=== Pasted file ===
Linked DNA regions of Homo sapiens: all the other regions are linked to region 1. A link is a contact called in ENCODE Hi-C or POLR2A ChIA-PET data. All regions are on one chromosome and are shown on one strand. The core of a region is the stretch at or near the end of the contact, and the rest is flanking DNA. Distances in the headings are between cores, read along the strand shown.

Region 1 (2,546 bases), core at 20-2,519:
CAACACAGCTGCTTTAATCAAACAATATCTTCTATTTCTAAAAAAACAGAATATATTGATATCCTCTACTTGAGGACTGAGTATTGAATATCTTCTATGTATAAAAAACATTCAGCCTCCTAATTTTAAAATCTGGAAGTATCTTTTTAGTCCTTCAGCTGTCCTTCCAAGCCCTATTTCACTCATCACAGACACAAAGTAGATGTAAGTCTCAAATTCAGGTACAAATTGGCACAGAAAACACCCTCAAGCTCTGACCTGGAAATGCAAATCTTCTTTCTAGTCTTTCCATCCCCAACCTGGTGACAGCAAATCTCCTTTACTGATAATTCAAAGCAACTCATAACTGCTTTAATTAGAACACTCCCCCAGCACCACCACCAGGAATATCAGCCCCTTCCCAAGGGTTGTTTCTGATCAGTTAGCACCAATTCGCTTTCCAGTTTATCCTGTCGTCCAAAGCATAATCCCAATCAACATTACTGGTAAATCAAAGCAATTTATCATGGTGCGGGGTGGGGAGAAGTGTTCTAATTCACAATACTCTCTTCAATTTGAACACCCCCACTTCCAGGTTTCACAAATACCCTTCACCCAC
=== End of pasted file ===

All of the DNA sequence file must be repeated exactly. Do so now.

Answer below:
Linked DNA regions of Homo sapiens: all the other regions are linked to region 1. A link is a contact called in ENCODE Hi-C or POLR2A ChIA-PET data. All regions are on one chromosome and are shown on one strand. The core of a region is the stretch at or near the end of the contact, and the rest is flanking DNA. Distances in the headings are between cores, read along the strand shown.

Region 1 (2,546 bases), core at 20-2,519:
CAACACAGCTGCTTTAATCAAACAATATCTTCTATTTCTAAAAAAACAGAATATATTGATATCCTCTACTTGAGGACTGAGTATTGAATATCTTCTATGTATAAAAAACATTCAGCCTCCTAATTTTAAAATCTGGAAGTATCTTTTTAGTCCTTCAGCTGTCCTTCCAAGCCCTATTTCACTCATCACAGACACAAAGTAGATGTAAGTCTCAAATTCAGGTACAAATTGGCACAGAAAACACCCTCAAGCTCTGACCTGGAAATGCAAATCTTCTTTCTAGTCTTTCCATCCCCAACCTGGTGACAGCAAATCTCCTTTACTGATAATTCAAAGCAACTCATAACTGCTTTAATTAGAACACTCCCCCAGCACCACCACCAGGAATATCAGCCCCTTCCCAAGGGTTGTTTCTGATCAGTTAGCACCAATTCGCTTTCCAGTTTATCCTGTCGTCCAAAGCATAATCCCAATCAACATTACTGGTAAATCAAAGCAATTTATCATGGTGCGGGGTGGGGAGAAGTGTTCTAATTCACAATACTCTCTTCAATTTGAACACCCCCACTTCCAGGTTTCACAAATACCCTTCACCCAC